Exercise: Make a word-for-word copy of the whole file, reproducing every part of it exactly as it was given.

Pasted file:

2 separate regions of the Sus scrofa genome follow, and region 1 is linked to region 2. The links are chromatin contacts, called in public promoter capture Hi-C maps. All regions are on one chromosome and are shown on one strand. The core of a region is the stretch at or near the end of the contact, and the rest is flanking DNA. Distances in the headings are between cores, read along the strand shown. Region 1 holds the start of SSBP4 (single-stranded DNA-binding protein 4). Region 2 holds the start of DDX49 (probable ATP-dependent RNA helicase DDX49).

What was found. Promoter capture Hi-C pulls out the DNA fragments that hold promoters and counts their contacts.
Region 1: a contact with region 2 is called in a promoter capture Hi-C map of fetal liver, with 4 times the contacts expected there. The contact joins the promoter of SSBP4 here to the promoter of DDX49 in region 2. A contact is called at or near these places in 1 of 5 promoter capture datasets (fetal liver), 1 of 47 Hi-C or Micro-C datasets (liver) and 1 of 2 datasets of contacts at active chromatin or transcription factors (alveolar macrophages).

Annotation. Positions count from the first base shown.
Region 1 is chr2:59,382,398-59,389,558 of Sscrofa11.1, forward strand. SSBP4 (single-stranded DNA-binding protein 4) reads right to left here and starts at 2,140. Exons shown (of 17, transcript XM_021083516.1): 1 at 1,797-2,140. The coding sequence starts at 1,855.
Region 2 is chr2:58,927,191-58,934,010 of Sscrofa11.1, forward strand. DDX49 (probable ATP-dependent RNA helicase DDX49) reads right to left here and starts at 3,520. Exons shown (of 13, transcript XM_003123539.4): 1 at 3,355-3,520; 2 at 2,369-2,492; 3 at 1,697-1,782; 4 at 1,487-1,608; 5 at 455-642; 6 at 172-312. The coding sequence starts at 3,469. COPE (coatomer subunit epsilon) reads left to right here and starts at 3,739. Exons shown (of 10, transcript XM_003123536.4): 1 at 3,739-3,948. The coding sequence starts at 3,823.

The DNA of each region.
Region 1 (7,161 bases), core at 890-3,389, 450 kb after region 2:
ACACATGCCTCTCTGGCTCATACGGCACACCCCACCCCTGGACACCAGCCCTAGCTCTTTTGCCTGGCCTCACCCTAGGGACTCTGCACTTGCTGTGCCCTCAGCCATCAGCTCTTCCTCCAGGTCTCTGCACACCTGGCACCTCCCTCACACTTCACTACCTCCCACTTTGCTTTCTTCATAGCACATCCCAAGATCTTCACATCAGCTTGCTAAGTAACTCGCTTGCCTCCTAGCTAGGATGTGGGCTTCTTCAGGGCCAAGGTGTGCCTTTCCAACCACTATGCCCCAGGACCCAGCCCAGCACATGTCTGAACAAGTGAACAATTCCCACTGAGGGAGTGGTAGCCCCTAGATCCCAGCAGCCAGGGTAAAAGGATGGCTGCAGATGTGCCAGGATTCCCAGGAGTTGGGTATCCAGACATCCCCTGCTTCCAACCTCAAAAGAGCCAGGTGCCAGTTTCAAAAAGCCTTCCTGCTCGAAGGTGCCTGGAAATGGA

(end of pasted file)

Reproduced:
2 separate regions of the Sus scrofa genome follow, and region 1 is linked to region 2. The links are chromatin contacts, called in public promoter capture Hi-C maps. All regions are on one chromosome and are shown on one strand. The core of a region is the stretch at or near the end of the contact, and the rest is flanking DNA. Distances in the headings are between cores, read along the strand shown. Region 1 holds the start of SSBP4 (single-stranded DNA-binding protein 4). Region 2 holds the start of DDX49 (probable ATP-dependent RNA helicase DDX49).

What was found. Promoter capture Hi-C pulls out the DNA fragments that hold promoters and counts their contacts.
Region 1: a contact with region 2 is called in a promoter capture Hi-C map of fetal liver, with 4 times the contacts expected there. The contact joins the promoter of SSBP4 here to the promoter of DDX49 in region 2. A contact is called at or near these places in 1 of 5 promoter capture datasets (fetal liver), 1 of 47 Hi-C or Micro-C datasets (liver) and 1 of 2 datasets of contacts at active chromatin or transcription factors (alveolar macrophages).

Annotation. Positions count from the first base shown.
Region 1 is chr2:59,382,398-59,389,558 of Sscrofa11.1, forward strand. SSBP4 (single-stranded DNA-binding protein 4) reads right to left here and starts at 2,140. Exons shown (of 17, transcript XM_021083516.1): 1 at 1,797-2,140. The coding sequence starts at 1,855.
Region 2 is chr2:58,927,191-58,934,010 of Sscrofa11.1, forward strand. DDX49 (probable ATP-dependent RNA helicase DDX49) reads right to left here and starts at 3,520. Exons shown (of 13, transcript XM_003123539.4): 1 at 3,355-3,520; 2 at 2,369-2,492; 3 at 1,697-1,782; 4 at 1,487-1,608; 5 at 455-642; 6 at 172-312. The coding sequence starts at 3,469. COPE (coatomer subunit epsilon) reads left to right here and starts at 3,739. Exons shown (of 10, transcript XM_003123536.4): 1 at 3,739-3,948. The coding sequence starts at 3,823.

The DNA of each region.
Region 1 (7,161 bases), core at 890-3,389, 450 kb after region 2:
ACACATGCCTCTCTGGCTCATACGGCACACCCCACCCCTGGACACCAGCCCTAGCTCTTTTGCCTGGCCTCACCCTAGGGACTCTGCACTTGCTGTGCCCTCAGCCATCAGCTCTTCCTCCAGGTCTCTGCACACCTGGCACCTCCCTCACACTTCACTACCTCCCACTTTGCTTTCTTCATAGCACATCCCAAGATCTTCACATCAGCTTGCTAAGTAACTCGCTTGCCTCCTAGCTAGGATGTGGGCTTCTTCAGGGCCAAGGTGTGCCTTTCCAACCACTATGCCCCAGGACCCAGCCCAGCACATGTCTGAACAAGTGAACAATTCCCACTGAGGGAGTGGTAGCCCCTAGATCCCAGCAGCCAGGGTAAAAGGATGGCTGCAGATGTGCCAGGATTCCCAGGAGTTGGGTATCCAGACATCCCCTGCTTCCAACCTCAAAAGAGCCAGGTGCCAGTTTCAAAAAGCCTTCCTGCTCGAAGGTGCCTGGAAATGGA